Know that kid in your group? Whether you’re a children’s or youth minister, Sunday School teacher, Bible study leader, or co-op parent, everyone has had that kid in their class at some point.
Often that kid is a boy. A male who just can’t sit still. He wiggles all the time and never follows directions. He’s always too busy cracking jokes or picking fights to listen.
He is your number. one. headache. Yep, you know that kid.
As a parent of that kid, I urge you to show him kindenss. Already reached your limit? Set a new one. That kid deserves it. After all, your treatment of that kid could turn his heart toward or away from God.
Everything is at stake.
Think I’m overselling it?
Maybe, after that kid has once again laughed at all the wrong times and hammed it up for his friends, you really will reach your limit. Then, that kid may go home from your program and in brokeness, as my that kid did, confide, “They’re making me not want to go to church anymore.” Or echo another statement our that kid uttered, “I hate church.”
Truth is, youth and kids’ workers MUST meet each child at the point of the young person’s need.
What to do with that kid? What practical advice is there for the teacher of that kid? First, pray! Ask God to show you the good in that kid. Ask for ideas on how best to reach him. Ask God to make you willing to try new things.
Next, get to know him. Underneath those annoying habits of his is a boy or teen with dreams and interests. Discover what those are! One excellent leaders in our that kid’s life invited him to ride in the front seat with her on a trip. That gave her the chance to find out what was important to him. Next time your group takes a trip, ask that kid to sit in the passenger seat—instead of shooing him to the back of the van.
Another excellent strategy is to give him a special job. God planted something into the recesses of men—even men-in-the-making—that thrives in having a task to do, a unique purpose. Don’t think of it as rewarding misbehavior. In truth, it is investing in improvement. Our family hunted quite a while to find adults willing to implement this idea. For our that kid, having a purpose, a place to belong and serve, was the turning point in his frustration with attending church.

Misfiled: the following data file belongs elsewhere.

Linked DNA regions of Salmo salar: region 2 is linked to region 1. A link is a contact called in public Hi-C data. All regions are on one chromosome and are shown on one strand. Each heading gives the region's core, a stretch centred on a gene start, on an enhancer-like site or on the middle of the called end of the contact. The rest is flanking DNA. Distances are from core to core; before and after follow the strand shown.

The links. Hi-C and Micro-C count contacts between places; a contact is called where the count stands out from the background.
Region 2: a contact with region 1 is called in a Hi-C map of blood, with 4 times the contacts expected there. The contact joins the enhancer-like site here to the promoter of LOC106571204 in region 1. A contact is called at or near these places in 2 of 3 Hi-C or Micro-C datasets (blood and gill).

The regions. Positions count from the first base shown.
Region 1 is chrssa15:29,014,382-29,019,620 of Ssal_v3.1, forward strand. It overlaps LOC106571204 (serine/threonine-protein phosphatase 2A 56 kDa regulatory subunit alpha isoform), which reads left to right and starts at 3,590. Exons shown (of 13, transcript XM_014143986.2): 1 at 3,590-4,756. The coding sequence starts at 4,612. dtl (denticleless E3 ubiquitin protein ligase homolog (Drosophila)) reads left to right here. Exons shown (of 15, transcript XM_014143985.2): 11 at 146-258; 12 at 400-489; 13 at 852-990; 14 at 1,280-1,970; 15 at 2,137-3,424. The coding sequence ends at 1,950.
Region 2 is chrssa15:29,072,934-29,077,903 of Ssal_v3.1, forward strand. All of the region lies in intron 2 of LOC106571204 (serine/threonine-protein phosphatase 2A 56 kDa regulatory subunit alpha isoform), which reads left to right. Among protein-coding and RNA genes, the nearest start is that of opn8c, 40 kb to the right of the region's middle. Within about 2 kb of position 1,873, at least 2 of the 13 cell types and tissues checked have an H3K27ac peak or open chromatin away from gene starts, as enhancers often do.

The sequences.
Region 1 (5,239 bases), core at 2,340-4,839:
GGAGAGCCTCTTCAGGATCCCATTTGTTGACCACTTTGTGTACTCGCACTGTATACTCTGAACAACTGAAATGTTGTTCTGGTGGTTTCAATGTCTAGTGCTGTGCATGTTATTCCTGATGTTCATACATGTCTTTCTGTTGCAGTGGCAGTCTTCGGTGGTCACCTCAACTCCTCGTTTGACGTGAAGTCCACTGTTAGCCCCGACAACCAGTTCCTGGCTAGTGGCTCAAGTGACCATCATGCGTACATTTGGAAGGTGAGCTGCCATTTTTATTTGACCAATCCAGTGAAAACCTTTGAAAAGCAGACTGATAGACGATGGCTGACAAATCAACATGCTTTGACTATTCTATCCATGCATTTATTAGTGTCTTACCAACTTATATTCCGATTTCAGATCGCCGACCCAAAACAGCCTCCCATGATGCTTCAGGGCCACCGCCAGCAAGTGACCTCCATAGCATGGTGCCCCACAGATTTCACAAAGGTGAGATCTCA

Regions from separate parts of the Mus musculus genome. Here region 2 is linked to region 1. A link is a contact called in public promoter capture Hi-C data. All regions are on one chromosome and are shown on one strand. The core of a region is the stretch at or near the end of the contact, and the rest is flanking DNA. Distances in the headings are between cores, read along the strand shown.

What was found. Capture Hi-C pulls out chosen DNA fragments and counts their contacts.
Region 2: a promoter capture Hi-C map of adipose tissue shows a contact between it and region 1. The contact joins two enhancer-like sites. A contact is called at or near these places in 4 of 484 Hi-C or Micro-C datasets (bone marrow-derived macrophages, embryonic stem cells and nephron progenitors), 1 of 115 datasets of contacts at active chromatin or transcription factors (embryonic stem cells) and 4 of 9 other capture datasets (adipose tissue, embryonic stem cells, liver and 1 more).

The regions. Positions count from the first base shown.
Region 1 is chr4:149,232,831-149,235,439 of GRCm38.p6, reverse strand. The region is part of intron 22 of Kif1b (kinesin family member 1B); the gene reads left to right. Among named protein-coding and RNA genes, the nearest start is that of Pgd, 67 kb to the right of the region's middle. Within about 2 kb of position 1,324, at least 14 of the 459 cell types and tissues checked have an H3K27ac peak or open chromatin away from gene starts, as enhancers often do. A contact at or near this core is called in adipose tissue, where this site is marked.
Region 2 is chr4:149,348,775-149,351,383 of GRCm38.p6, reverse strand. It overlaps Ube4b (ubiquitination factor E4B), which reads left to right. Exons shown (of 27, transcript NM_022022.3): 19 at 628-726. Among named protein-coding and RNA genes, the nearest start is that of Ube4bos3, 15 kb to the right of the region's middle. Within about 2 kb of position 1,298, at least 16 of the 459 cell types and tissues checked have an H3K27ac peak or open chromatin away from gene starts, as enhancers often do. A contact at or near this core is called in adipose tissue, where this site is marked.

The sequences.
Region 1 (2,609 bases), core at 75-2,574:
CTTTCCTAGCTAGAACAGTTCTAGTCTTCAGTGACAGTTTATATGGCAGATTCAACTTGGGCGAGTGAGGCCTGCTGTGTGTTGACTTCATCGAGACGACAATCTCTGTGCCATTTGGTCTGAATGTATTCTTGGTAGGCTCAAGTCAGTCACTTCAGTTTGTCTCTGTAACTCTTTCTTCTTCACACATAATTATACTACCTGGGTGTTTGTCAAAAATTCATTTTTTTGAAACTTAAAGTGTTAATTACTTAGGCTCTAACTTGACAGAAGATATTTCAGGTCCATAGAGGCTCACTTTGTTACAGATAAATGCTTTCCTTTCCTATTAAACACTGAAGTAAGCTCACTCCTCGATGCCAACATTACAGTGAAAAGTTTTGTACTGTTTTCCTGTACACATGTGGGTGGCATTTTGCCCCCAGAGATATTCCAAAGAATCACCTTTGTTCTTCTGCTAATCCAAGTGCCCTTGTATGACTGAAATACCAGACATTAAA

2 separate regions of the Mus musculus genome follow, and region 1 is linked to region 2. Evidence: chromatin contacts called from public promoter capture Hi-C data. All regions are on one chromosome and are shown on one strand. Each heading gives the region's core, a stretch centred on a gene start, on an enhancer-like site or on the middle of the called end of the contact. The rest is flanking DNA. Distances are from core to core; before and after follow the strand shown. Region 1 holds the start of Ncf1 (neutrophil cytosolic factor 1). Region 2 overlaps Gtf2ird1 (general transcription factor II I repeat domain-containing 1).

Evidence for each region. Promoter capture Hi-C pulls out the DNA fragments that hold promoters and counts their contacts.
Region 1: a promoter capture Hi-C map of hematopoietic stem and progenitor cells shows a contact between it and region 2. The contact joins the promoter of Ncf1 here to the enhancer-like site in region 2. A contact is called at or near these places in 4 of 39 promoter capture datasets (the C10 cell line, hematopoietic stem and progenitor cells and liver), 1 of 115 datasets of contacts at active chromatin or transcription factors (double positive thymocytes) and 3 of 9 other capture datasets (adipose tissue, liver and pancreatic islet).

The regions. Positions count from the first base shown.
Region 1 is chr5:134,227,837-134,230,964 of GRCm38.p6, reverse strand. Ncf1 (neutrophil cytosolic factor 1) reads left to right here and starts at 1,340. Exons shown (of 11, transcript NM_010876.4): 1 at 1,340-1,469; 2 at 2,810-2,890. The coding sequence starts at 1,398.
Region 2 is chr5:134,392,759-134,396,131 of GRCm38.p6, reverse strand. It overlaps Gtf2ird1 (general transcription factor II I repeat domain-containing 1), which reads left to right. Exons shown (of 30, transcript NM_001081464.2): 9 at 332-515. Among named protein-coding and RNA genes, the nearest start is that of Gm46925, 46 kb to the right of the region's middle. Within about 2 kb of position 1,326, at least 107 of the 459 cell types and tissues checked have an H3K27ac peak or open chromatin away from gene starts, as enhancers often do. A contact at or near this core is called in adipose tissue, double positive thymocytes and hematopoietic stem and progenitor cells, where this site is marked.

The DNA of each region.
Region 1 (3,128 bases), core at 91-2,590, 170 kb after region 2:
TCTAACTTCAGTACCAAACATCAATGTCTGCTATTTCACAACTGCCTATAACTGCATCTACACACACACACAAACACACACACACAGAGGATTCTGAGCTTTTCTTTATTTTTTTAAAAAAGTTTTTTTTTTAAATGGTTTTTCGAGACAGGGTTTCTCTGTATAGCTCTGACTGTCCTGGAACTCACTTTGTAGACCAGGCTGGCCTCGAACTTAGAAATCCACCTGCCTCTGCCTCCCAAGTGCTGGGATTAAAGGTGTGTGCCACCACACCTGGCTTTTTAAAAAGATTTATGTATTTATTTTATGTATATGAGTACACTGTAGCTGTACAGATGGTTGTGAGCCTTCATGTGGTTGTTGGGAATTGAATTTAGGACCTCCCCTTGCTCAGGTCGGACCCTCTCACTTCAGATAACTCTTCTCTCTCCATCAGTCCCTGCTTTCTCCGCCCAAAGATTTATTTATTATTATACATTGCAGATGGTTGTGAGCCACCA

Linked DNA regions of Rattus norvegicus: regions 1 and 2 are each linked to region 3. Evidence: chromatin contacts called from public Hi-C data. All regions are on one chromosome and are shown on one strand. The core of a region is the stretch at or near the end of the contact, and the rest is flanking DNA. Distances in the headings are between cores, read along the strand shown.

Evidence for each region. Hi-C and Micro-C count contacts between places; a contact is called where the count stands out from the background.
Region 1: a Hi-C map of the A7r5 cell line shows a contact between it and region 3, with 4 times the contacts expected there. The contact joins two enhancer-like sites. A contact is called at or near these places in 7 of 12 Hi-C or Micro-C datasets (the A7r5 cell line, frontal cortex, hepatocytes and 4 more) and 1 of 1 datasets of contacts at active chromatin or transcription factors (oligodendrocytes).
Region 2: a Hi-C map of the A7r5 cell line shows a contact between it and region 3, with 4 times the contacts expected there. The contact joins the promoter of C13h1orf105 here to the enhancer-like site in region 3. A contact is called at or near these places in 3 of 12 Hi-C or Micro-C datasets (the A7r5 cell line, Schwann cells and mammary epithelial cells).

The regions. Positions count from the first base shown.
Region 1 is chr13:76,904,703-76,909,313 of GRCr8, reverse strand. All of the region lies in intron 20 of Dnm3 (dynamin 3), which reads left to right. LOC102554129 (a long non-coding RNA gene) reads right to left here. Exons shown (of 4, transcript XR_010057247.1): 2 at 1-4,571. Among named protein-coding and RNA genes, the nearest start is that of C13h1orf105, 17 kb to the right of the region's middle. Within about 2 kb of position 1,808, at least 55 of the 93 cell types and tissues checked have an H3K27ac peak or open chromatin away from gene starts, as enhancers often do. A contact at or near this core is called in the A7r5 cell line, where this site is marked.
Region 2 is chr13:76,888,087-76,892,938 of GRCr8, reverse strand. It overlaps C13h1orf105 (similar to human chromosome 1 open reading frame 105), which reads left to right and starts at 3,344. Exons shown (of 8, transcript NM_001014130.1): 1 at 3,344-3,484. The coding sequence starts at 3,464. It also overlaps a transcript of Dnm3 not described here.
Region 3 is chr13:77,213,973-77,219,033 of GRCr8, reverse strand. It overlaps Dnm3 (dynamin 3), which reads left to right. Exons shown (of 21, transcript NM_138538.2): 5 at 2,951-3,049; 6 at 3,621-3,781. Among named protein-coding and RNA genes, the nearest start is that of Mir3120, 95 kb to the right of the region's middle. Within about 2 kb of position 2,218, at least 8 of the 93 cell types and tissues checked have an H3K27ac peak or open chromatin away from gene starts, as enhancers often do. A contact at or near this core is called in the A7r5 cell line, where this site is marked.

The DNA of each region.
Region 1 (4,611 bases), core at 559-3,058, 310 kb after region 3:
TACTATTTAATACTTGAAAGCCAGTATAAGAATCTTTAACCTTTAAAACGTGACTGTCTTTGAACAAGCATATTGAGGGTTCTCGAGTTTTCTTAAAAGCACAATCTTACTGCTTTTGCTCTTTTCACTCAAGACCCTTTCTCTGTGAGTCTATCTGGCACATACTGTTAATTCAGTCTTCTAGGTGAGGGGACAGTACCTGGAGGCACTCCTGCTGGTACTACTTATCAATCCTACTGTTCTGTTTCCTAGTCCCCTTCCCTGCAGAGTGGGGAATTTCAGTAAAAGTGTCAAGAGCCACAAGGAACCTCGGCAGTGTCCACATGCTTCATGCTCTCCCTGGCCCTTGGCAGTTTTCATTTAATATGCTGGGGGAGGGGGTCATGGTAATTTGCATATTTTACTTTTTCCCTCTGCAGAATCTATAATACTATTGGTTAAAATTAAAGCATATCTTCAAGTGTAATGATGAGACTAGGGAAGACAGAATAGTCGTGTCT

Remember, God, in His wisdom, created each of us different. Not every boy (or girl) was created with the specifics that cause them to eagerly sit down and shut up. View that kid as a priceless instrument that, when played appropriately, produces beautiful music. (Imagine the foolishness of attempting to pound music from a violin.)
And to all you parents of that kid…
God has a special plan for your that kid. Always be his number one cheerleader, because, often, he will have no others. Don’t let teachers or family convince you that your that kid is a bad kid. Address disrespectful behavior, but encourage the “boyness” that makes that kid who he is.
Lastly, move heaven and earth for your that kid. Do not settle for adults who use church and classroom settings as an excuse to bully your son. There are adults who will show your that kid God’s love, will learn new strategies to teach him. Find them. Even if it means changing churches. Or schools. (Did I mention we decided to homeschool our that kid?) If you can’t find one, be one. Volunteer to teach or to help in his classes.
Then, one day, your son might say what our that kid did just recently, “I think God wants me to be a pastor.”
See? Everything really is at stake.